Reform pledges likely to hurt both stock prices and yuan
Beijing's liberalisation policies are likely to mainly hit the mainland's state-owned firms, with private-sector competition eroding margins
After suffering initial disappointment, China-gazers everywhere were greatly cheered by the reform plans that finally emerged from the Communist Party's economic head-banging session earlier this month.
Analysts hailed Beijing's agenda for its boldness, and commended the leadership for its emphasis on allowing market forces freer play and for promising to press ahead with financial liberalisation.
The new policies, they agreed, should save China from a painful hard landing, while laying the foundations for sustainable growth in the future.
This upbeat response has been reflected in the financial markets. Since the publication of detailed reform plans, the principal index of Hong Kong-listed mainland stocks has shot up by almost 9 per cent.
Perhaps most impressively, shares of big mainland banks, which have long been shunned by international investors, have typically climbed by between 6 and 7 per cent on hopes for renewed financial sector reform.
Many market analysts expect further gains. Strategists at Goldman Sachs, for example, last week upgraded China's market to "overweight". They especially recommended Chinese bank stocks as likely to see "asymmetric upside risk" from financial liberalisation.
It's too early to tell for sure, but it is likely renewed investor enthusiasm will also attract fresh flows of capital into yuan-denominated assets, in both the onshore and offshore markets.
Certainly in the run-up to Beijing's policy meeting, the mainland saw hefty capital inflows in anticipation of reform, with an estimated hot money influx of around US$40 billion in October alone; up from a net flow of zero the month before.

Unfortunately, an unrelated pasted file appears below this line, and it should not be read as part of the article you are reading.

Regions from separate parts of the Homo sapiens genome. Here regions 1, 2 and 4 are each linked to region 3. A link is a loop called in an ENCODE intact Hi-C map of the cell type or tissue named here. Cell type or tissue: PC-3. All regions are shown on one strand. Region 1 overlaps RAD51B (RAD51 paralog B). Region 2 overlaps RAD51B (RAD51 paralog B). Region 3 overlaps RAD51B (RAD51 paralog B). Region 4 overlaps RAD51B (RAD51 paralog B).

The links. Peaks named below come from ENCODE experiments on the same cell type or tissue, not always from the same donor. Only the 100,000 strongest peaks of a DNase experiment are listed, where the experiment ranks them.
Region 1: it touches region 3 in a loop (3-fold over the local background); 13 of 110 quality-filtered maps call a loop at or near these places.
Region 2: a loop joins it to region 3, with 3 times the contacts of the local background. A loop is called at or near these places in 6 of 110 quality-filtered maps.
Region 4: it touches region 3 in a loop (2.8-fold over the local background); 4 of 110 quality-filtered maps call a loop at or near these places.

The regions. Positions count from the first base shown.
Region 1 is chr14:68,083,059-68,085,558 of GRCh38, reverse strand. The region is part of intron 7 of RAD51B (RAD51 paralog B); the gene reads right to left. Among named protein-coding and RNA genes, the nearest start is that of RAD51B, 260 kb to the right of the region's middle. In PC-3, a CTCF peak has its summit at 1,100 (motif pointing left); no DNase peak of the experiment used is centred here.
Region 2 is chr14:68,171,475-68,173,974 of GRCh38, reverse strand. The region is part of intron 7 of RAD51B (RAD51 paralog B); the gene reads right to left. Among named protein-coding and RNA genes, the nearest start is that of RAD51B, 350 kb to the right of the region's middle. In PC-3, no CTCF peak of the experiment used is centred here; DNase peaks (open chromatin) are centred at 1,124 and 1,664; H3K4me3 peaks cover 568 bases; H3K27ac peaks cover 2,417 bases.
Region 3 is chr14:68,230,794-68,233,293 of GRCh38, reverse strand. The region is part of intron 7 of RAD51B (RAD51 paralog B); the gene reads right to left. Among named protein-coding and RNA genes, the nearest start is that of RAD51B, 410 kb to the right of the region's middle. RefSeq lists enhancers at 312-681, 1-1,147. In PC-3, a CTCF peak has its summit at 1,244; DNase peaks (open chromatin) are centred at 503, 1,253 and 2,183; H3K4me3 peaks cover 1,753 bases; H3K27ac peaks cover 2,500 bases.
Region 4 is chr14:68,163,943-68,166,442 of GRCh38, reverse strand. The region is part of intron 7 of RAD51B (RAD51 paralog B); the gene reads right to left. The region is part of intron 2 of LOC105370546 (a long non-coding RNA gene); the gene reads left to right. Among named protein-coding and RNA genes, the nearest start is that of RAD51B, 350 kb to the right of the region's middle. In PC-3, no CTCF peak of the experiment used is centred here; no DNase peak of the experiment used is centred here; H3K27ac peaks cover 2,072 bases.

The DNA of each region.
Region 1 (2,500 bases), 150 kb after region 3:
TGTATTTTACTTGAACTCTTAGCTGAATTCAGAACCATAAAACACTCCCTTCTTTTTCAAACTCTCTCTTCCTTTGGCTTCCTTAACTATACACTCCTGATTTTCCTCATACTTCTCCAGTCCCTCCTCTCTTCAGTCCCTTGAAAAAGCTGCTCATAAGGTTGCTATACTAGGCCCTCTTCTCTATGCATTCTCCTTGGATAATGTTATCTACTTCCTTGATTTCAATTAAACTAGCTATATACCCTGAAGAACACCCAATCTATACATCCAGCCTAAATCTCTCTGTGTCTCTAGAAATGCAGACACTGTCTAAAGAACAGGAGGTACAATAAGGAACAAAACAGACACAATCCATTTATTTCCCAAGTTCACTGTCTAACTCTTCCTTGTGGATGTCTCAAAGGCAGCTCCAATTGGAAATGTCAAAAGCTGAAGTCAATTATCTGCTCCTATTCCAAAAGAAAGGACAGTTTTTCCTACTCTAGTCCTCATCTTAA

Meanwhile in Hong Kong's offshore market the volume of yuan deposits shot up by 20 billion yuan in October to a record 730 billion yuan.
Yet despite the prevailing positive sentiment, investors hoping that renewed reform momentum will propel either mainland stocks or the yuan higher in the medium term are likely to face disappointment.
As in any reform process, Beijing's liberalisation plans will create losers as well as winners. In this case the losers will come disproportionately from among China's state sector companies, which make up the bulk of the mainland's stock market capitalisation.
If the promised reforms are pushed through, privileged state-owned companies will find themselves hard-pressed on two fronts, as increased private sector competition erodes their margins, while interest rate liberalisation pushes up their borrowing costs.
As a result earnings are likely to suffer, weighing on stock market performance.
The squeeze is likely to be especially harsh in China's banking sector, where the combination of thinner net interest margins and tighter monetary conditions will depress bank returns on equity.
In the meantime it is far from certain that Beijing's reform agenda will further boost the yuan's exchange rate, as many investors expect.
China currently accounts for almost a quarter of the world's annual savings, more than the United States, Japan and Germany combined. That means if Beijing goes ahead with its pledge to relax China's capital controls, outflows are likely to far exceed inflows, putting heavy downward pressure on the yuan.
The authorities may welcome that pressure. In recent years the yuan's appreciation has helped push China's labour costs sharply higher.
From just half Thailand's manufacturing costs 10 years ago, China's unit labour costs have now reached a comparable level. Yuan weakness would restore some of that lost competitiveness, cushioning the painful impact of Beijing's domestic reforms.
As a result, for investors, Beijing's new-found commitment to economic reform is unlikely to prove the money-spinning proposition they want to believe.